New York District Links Parents and Teachers With Computerized Voice Processing System
At Barker Central Schools, a K-12 district located near Buffalo, N.Y., communication is considered a top priority. "The more we communicate with parents, the better we are doing our jobs as educators," says superintendent Robert Bouldin. To help achieve that objective, the district #172;elementary, middle and high schools all housed in one building—has installed a new computerized voice processing system designed specifically for education. The technology allows institutions to place information about class activities, homework assignments, and even sports updates or the lunch menu just a phone call away. Teachers and staff record messages on "voice mail boxes;" parents call in using any touch-tone telephone and select the boxes they wish to hear. Parents also have the option of leaving messages for teachers. "Technology-Minded" Staff Bouldin describes his staff as being "technology-minded," so the idea of using a computerized voice-processing system was appealing to everyone. In selecting a system for their site, the superintendent visited Parlant Technology in Provo, Utah, makers of ParentLink. He says he was impressed by the company's "forward thinking," including their view that product development is an ongoing process. Based on that visit, Barker Central Schools purchased Model XII of ParentLink, which consists of a 486 DX2-66 machine with 16MB RAM, a 420MB hard disk and two four-port voice cards. The system also contains a 2400 bps modem for remote diagnostics. Following installation, instructors were "brought very rapidly up to speed" on how to record messages, according to Bouldin. And parents have responded with great enthusiasm. In fact, after three months of operation, nearly 50,000 mail boxes have been accessed. "For a district of 1,200 students, this shows that ParentLink is frequently used," notes Jeffrey Costello, the computer technology assistant. Timely Information The system is especially popular at the elementary school level. "Parents can call the teachers to get assignments and information on what is happening in the classroom," says Roselyn Morgan, elementary principal. "And it's a good way for parents to leave messages for teachers." Costello explains that ParentLink has many applications. For example, he says, staff have recorded messages containing everything from trivia quizzes to weekly classroom reports by students. "And new ideas come up regularly." But the benefits of the voice processing system extend beyond teachers and parents. Students often call in while studying or completing homework. Some teachers even update their mail boxes to provide information that cannot be heard in class. And, if a student is absent, a quick call to ParentLink lets them know exactly what was missed. Finally, as a reward for good work, students are allowed to record the classroom updates. "Students love to hear their names and voices [over the phone]," says Costello. Not Just for Homework Mail boxes are also reserved for "fun things," such as audio clips from Buffalo hockey games, according to Costello. A daily "Sports Challenge" box supplies clues and asks listeners to identify the answer by leaving a message. These entertaining messages generate even more interest in the system from students. Parents have already grown so accustomed to ParentLink that they'll call the district office if messages are not updated regularly. To further involve parents in their child's education, the schools plan to implement Teacher's Assistant. This ParentLink module works with electronic gradebook systems, such as Excelsior Software's Pinnacle, to deliver grade and attendance information over the phone in multiple languages. Costello expects that Teacher's Assistant will make the voice processing system even more invaluable at Barker Central Schools. "Then, ParentLink can be used to get the word out about anything we want."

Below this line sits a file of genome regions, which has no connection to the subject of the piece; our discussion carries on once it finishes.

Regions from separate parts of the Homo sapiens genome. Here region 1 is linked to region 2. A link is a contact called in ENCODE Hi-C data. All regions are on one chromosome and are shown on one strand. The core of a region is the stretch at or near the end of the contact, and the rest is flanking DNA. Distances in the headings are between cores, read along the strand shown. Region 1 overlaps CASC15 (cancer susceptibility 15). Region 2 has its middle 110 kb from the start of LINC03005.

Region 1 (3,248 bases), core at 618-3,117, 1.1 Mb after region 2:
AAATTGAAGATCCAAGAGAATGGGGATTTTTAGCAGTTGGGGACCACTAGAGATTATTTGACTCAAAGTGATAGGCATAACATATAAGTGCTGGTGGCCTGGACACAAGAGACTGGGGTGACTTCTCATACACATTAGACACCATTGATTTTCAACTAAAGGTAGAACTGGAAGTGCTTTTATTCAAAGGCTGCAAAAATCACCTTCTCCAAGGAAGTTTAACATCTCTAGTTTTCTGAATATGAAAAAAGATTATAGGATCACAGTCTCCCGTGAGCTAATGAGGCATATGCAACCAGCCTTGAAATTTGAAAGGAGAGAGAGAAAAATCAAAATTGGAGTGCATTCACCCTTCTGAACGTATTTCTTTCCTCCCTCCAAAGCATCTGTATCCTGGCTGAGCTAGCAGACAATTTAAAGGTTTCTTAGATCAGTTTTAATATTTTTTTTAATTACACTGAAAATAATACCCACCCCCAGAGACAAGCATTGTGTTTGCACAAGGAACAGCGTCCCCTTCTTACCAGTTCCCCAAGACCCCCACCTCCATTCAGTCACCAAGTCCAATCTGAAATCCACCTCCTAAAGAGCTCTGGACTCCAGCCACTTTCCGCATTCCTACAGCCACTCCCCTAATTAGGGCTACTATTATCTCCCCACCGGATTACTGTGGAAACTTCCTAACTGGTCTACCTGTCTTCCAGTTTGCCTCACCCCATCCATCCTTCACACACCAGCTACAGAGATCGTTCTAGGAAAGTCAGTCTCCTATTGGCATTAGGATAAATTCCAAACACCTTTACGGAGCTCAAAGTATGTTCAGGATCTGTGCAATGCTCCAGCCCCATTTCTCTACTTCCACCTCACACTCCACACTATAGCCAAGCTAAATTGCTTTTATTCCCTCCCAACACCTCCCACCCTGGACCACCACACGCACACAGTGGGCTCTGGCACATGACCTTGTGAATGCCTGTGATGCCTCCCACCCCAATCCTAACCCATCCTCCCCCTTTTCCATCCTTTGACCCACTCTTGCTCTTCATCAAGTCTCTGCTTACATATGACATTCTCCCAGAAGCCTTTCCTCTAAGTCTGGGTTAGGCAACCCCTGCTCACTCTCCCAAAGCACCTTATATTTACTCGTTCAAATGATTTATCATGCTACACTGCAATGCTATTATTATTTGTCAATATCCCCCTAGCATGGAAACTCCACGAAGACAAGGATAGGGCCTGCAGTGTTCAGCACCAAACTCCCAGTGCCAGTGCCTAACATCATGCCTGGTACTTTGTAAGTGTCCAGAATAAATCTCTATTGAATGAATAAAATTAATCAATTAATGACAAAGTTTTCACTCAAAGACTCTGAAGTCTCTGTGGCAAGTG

This article originally appeared in the 04/01/1995 issue of THE Journal.